Enforcing user-space privilege separation with declarative architectures

Ben Niu, Gang Tan

Research output: Chapter in Book/Report/Conference proceedingConference contribution

3 Scopus citations

Abstract

Applying privilege separation in software development is an effective strategy for limiting the damage of an attack on a software system. In this approach, a software system is separated into a set of communicating protection domains of least privilege. In a privilege-separated system, even if one protection domain is hijacked by an attacker, the rest of the system may still function. uPro is a tool that provides efficient and flexible enforcement of privilege separation. It adopts software-based fault isolation to implement protection domains in the user-space so that inter-domain communication is efficient. It provides a declarative language to describe an application's security architecture, facilitating developers to identify different architecture alternatives. The evaluation shows that real applications can be ported to uPro with enhanced security, acceptable performance, and declarative architectures.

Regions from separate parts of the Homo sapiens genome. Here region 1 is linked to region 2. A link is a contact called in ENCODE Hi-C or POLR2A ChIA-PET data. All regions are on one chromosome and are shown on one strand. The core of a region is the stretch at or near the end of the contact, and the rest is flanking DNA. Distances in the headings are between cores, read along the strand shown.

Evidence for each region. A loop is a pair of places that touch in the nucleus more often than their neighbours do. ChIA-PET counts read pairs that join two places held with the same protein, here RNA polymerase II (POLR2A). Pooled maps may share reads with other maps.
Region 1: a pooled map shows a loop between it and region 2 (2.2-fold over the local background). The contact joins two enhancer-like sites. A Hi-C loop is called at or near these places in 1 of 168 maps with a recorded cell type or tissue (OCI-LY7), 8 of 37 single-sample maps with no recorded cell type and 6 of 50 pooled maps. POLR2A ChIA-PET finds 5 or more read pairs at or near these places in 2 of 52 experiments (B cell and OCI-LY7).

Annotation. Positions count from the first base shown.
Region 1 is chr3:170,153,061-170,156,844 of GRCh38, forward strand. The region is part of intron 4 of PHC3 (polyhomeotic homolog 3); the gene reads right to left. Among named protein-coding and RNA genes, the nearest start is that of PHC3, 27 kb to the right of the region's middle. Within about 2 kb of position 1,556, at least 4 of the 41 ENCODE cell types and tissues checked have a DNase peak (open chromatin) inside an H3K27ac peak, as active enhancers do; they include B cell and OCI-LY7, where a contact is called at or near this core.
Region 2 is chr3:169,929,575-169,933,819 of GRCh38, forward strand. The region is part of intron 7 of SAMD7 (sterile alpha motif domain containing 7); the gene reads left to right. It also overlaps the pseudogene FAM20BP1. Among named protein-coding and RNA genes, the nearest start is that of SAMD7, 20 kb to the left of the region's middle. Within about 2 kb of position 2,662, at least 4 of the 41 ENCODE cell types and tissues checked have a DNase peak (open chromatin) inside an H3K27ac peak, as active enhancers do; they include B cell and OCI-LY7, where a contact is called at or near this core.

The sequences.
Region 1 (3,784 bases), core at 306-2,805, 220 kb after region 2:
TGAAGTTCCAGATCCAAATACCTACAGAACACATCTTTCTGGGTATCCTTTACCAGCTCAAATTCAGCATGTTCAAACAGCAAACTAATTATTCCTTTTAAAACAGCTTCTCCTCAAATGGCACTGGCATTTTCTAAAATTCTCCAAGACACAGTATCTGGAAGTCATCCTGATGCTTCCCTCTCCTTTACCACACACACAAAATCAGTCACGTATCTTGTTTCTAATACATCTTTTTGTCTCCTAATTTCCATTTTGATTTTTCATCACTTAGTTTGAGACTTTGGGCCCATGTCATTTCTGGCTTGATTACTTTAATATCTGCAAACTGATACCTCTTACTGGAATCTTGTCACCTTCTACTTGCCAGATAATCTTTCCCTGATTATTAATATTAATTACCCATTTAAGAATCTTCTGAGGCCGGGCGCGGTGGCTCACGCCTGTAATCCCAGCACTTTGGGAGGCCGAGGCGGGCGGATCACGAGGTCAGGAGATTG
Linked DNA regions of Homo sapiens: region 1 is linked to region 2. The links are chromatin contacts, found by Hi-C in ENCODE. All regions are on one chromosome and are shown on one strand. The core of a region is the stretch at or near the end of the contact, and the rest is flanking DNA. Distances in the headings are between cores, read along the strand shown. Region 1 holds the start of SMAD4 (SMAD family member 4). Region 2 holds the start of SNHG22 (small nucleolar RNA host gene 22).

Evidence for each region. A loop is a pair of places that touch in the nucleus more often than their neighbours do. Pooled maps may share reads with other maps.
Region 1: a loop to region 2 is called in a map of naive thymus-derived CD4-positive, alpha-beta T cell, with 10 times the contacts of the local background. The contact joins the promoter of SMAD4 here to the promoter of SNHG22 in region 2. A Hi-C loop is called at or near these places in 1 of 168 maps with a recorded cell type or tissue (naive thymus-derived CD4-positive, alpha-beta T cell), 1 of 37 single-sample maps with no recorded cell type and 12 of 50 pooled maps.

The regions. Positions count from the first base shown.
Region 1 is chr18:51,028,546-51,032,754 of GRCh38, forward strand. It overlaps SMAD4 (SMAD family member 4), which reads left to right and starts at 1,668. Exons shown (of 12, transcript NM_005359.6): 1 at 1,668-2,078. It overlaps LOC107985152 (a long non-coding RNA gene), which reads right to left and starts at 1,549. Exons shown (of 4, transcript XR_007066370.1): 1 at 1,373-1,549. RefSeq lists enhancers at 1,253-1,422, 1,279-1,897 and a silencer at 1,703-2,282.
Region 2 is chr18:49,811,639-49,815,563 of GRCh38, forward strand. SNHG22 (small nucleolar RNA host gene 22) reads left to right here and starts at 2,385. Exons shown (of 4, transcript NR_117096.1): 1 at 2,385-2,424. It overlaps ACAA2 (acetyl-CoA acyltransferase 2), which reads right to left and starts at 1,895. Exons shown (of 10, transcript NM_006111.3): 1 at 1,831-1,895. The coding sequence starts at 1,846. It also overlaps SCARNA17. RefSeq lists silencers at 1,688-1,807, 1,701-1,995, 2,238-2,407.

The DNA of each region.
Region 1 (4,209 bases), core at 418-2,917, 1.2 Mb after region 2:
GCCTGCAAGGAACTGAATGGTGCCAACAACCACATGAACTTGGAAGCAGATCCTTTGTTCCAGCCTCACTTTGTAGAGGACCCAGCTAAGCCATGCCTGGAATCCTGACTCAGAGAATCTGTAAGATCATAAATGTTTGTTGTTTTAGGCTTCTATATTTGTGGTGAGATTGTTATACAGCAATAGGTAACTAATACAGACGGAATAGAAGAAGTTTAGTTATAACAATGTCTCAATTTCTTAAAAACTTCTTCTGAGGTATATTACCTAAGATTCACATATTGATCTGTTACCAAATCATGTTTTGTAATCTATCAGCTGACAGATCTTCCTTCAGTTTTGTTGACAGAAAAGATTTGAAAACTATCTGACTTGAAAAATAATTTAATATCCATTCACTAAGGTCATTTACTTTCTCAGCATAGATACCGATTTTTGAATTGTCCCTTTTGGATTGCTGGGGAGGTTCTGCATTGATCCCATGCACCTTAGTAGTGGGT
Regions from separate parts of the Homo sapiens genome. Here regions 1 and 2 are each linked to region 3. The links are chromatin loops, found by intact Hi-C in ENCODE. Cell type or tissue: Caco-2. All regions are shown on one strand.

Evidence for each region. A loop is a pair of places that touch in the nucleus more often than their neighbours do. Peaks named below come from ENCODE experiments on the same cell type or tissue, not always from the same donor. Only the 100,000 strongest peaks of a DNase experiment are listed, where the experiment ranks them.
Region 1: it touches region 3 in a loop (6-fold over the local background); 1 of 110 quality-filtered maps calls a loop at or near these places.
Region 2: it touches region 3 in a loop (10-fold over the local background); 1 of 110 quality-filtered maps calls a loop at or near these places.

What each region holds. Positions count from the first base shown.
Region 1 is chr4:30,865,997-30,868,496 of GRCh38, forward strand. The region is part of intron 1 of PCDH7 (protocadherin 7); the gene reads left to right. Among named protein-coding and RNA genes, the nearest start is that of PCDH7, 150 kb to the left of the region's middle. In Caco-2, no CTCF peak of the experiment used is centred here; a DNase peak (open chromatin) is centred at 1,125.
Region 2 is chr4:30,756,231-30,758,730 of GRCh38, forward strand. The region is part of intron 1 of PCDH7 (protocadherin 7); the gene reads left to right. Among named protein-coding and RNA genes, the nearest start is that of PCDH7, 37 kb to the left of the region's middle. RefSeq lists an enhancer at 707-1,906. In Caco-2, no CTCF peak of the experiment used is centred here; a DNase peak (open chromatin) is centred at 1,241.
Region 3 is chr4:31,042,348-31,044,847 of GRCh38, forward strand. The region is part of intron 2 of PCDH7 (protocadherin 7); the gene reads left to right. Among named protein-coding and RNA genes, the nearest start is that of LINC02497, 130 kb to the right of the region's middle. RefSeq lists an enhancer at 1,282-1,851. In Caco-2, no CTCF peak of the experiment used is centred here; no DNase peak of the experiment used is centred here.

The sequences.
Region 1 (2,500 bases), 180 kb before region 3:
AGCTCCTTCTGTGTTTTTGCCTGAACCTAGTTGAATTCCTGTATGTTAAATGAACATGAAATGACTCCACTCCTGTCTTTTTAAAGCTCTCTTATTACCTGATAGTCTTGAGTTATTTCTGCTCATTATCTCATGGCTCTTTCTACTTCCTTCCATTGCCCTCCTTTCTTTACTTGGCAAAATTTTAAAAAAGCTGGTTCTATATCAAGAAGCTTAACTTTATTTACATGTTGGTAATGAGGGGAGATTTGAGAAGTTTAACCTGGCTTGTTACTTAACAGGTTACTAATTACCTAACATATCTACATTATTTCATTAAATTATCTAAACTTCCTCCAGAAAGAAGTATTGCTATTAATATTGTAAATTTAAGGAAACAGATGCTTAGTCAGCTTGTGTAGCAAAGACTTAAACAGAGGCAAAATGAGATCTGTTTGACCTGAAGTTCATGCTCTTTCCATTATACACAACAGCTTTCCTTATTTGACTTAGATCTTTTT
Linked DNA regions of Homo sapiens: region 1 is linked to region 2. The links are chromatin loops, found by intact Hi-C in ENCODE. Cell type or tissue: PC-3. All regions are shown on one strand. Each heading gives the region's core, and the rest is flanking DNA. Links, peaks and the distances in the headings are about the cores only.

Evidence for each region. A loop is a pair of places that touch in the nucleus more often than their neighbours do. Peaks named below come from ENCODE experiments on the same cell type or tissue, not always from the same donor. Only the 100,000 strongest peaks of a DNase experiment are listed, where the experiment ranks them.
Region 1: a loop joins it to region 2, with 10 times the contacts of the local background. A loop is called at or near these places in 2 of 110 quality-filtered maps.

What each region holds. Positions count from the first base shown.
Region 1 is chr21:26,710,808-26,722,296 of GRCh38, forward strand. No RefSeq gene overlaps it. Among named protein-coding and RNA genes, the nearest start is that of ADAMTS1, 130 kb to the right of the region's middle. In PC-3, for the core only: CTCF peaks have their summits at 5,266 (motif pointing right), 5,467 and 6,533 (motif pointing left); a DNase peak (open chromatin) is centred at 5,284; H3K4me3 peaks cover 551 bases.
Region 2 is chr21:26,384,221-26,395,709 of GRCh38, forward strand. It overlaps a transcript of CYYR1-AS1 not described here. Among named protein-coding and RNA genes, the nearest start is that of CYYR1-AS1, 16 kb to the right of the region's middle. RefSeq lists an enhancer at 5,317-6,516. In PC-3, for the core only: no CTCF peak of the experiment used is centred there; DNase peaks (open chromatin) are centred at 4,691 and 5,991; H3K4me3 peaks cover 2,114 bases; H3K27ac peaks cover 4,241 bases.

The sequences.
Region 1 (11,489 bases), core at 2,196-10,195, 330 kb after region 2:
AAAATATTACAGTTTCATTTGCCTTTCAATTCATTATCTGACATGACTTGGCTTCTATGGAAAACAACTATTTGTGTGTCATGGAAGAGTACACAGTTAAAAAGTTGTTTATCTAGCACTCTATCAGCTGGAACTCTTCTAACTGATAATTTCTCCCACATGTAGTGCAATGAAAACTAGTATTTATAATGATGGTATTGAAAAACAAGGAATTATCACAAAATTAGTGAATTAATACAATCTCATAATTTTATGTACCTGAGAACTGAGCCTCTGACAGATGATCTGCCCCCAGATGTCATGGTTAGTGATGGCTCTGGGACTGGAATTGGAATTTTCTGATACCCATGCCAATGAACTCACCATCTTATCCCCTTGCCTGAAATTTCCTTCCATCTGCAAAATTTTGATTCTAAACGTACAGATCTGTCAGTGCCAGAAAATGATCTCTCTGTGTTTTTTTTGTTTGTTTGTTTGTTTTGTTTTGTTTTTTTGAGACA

Original languageEnglish (US)
Title of host publicationSTC'12 - Proceedings of the Workshop on Scalable Trusted Computing
Pages9-20
Number of pages12
DOIs
StatePublished - Nov 26 2012
Event7th ACM Workshop on Scalable Trusted Computing, STC 2012 - Raleigh, NC, United States
Duration: Oct 15 2012Oct 15 2012

Publication series

NameProceedings of the ACM Conference on Computer and Communications Security
ISSN (Print)1543-7221

Other

Other7th ACM Workshop on Scalable Trusted Computing, STC 2012
CountryUnited States
CityRaleigh, NC
Period10/15/1210/15/12

All Science Journal Classification (ASJC) codes

  • Software
  • Computer Networks and Communications

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  • Cite this

    Niu, B., & Tan, G. (2012). Enforcing user-space privilege separation with declarative architectures. In STC'12 - Proceedings of the Workshop on Scalable Trusted Computing (pp. 9-20). (Proceedings of the ACM Conference on Computer and Communications Security). https://doi.org/10.1145/2382536.2382541